Distribution of P. aeruginosa strains isolated from companion dogs
A total of 84 nonduplicated P. aeruginosa strains were isolated from 448 companion dogs either with or without clinical signs from 2017 to 2018. From 228 healthy dogs (healthy group), 38 strains (16.7%) were detected in the ears (14 strains, 6.1%), eyes (10 strains, 4.4%), nasal cavity (7 strains, 3.1%), or rectum (7 strains, 3.1%). However, 46 strains (17.7%) from 260 dogs with clinical signs (infected group) were isolated mostly from the ears (41 strains, 15.8%), and only a few were found in the genitalia (4 strains, 1.5%) or pus (1 strain, 0.4%) (Table 1). Among each specimen type collected from the infected group, P. aeruginosa were identified in 1.3% of isolates from genitalia (4/30), 31.5% of isolates from ears (41/130), and 1.3% of isolates from pus (1/8). Therefore, P. aeruginosa was isolated mostly from ear samples (55 strains, 11.3%) of companion dogs, which was independent of their health status.
Antimicrobial resistance profile
Strains were tested for resistance to 10 different antibiotics (Table 2, Figure 1). In the healthy group, resistance to ciprofloxacin was the most frequent (n=4, 10.5%), and resistance to ciprofloxacin-gentamicin-tobramycin, gentamicin, and tobramycin was observed for one organism. In the infected group, resistance to ciprofloxacin was the most frequent (n=7, 15.2%), followed by that to piperacillin (n=3, 6.5%), ciprofloxacin-gentamicin-tobramycin (n=2, 4.3%), gentamicin (n=2, 4.3%), tobramycin (n=2, 4.3%) and amikacin (n=1, 2.2%). No strain was resistant to cefepime, ceftazidime, colistin, imipenem, meropenem, or piperacillin-tazobactam. Additionally, resistance to piperacillin and amikacin was observed only in strains from the infected group. While resistance to ciprofloxacin was apparently higher in the infected group than in the healthy group, there was no significant difference in the frequency of resistance to ciprofloxacin between the healthy and infected groups (p-value 0.747).
The MICs for 4 fluoroquinolone antibiotics, including nalidixic acid, were evaluated (Table 3). All P. aeruginosa strains from both groups were resistant to nalidixic acid (MIC ranges: 64 to ≥ 256 µg/mL in the healthy group and 32 to ≥ 256 µg/mL in the infected group). The highest percentage of resistance among the 4 fluoroquinolone agents was seen for enrofloxacin (breakpoint, ≥ 4 µg/mL), with 15.8% (6/38) resistant strains from the healthy group and 37.0% (17/46) from the infected group. The percentage of resistance to marbofloxacin (≥ 4 µg/mL) was 13.2% (5/38) for strains from the healthy group and 26.1% (12/46) for those from the infected group, and resistance (≥ 8 µg/mL) to levofloxacin was 13.2% (5/38) for the healthy group strains and 15.2% (7/46) for those from the infected group. Moreover, resistance (≥ 4 µg/mL) to ciprofloxacin was observed for 10.5% (4/38) of strains from the healthy group and 15.2% (7/46) of strains from the infected group (Table 3). Collectively, strains from the infected group were significantly more resistant to enrofloxacin and less susceptible to marbofloxacin than those from the healthy group (p< 0.05).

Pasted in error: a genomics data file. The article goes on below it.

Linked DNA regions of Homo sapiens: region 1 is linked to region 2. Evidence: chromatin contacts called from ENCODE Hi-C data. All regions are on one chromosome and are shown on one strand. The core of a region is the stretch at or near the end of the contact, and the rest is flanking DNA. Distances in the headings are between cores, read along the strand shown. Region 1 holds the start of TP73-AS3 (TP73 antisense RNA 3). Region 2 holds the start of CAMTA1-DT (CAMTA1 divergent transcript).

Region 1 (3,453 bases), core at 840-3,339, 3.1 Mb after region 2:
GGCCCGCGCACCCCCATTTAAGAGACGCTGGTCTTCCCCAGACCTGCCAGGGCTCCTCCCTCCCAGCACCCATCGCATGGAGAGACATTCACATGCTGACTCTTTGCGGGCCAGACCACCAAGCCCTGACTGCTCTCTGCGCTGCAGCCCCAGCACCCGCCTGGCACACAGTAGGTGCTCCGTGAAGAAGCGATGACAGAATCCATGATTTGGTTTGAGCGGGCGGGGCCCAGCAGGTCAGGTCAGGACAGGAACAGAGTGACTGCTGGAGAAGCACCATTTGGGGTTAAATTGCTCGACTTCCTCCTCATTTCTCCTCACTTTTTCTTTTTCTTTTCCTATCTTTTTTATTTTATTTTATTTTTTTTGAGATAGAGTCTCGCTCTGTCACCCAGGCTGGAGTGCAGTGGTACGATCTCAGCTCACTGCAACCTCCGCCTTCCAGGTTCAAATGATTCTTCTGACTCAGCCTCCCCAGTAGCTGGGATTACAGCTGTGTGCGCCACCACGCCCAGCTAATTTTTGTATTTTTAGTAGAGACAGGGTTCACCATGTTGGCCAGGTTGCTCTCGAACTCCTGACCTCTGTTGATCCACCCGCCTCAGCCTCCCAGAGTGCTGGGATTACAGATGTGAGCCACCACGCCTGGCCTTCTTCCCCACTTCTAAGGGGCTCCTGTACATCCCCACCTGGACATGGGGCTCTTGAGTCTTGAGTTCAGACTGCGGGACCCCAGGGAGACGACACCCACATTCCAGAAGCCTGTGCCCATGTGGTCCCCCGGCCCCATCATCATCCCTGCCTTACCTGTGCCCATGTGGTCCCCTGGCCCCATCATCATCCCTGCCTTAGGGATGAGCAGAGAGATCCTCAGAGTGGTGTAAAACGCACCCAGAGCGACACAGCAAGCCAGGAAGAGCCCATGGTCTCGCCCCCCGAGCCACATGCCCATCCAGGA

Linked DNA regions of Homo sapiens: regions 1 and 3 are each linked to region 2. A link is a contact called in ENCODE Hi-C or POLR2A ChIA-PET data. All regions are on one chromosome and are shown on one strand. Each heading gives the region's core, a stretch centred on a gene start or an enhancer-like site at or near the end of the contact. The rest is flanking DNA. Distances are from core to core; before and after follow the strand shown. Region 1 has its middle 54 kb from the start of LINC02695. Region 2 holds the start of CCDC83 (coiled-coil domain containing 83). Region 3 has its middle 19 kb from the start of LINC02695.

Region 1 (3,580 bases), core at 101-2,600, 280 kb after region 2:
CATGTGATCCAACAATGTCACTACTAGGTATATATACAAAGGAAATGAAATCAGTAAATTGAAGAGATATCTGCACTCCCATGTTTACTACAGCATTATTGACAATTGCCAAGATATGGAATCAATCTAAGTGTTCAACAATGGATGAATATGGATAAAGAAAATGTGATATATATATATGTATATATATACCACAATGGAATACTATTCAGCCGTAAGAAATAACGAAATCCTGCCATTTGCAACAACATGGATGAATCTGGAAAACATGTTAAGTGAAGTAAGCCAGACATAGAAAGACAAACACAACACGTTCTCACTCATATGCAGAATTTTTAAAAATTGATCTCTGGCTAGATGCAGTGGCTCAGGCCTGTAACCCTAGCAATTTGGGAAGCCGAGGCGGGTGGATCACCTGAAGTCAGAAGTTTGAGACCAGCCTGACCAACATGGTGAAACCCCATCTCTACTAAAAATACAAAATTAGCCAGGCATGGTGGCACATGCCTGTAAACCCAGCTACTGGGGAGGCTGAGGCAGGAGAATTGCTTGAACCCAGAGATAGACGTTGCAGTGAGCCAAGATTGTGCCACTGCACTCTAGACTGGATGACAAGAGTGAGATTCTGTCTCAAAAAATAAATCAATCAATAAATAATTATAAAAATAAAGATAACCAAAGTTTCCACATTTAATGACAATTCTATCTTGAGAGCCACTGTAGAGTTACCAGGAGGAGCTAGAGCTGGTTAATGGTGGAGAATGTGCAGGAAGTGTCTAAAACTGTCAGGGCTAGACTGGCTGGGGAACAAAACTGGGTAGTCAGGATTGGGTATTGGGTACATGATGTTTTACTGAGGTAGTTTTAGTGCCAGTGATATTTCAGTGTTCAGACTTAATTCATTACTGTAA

Amino acid variations in the gyrA and parC gene products
Given that strains resistant to enrofloxacin among fluoroquinolone antibiotics were the most abundant, sequencing analysis of the gyrA and parC genes from the 23 enrofloxacin-resistant P. aeruginosa strains was performed (Table 4). QRDR mutations were identified in 6 (15.8%) out of 38 strains from the healthy group and in 17 (37%) out of 46 strains from the infected group; all 23 mutations belonged to the 23 enrofloxacin-resistant strains of P. aeruginosa. In addition, 11 (47.8%) of these 23 strains were resistant to ciprofloxacin. Of the amino acid substitutions found in the 23 fluoroquinolone-resistant strains, 8 were present in the gyrA gene and 4 in the parC gene. Regarding gyrA, the mutation Thr83Ile was found in 2 strains from the healthy group and in 4 strains from the infected group; in addition, other mutations were found in strains from the infected group: Asp87Gly in 2 strains, Thr83Ile-Asp87Gly in 1 strain, Leu55Gln-Asp82Asn-Thr83Ala in 1 strain, and Asp87Asn in 1 strain. Notably, the novel triple-nucleotide mutation found in gyrA, leading to codon changes Leu55→Gln, Asp82→Asn, and Thr83→Ala, corresponds to a P. aeruginosa strain from the infected group with high MIC values for the four fluoroquinolone agents tested. Moreover, the strain with two nucleotide mutations, i.e., Thr83Ile and Asp87Gly, showed identical MIC values for these four antibiotics. Mutations in gyrA were significantly more common in strains from the infected group than in those from the healthy group (p < 0.05).
Regarding the parC gene, mutations were observed in all 23 enrofloxacin-resistant P. aeruginosa strains. A novel single nucleotide mutation at parC codon 116, resulting in a Pro116→Arg mutation, was found in 21 (91.3%) of the strains, which included a double nucleotide alteration at codons 87 and 116, Ser87→Leu and Pro116→Arg, that was observed in 1 strain from the healthy group and in 2 strains from the infected group. In addition, a frameshift (fs) mutation due to a nucleotide deletion at parC codon 116, Pro116fs, CGG→CG-, was detected in 2 strains from the infected group. Therefore, mutation hotspots found for gyrA and parC were Thr83Ile (n=7) and Pro116Arg (n=21), respectively. There was no significant difference between the number of point mutations in either the gyrA or the parC genes and the MIC values for fluoroquinolone antimicrobial agents among resistant strains. In addition, QRDR mutations in the gyrA or parC genes conferring intermediate resistance to enrofloxacin (MIC: 1 to 2 µg/mL) were not found in the P. aeruginosa strains.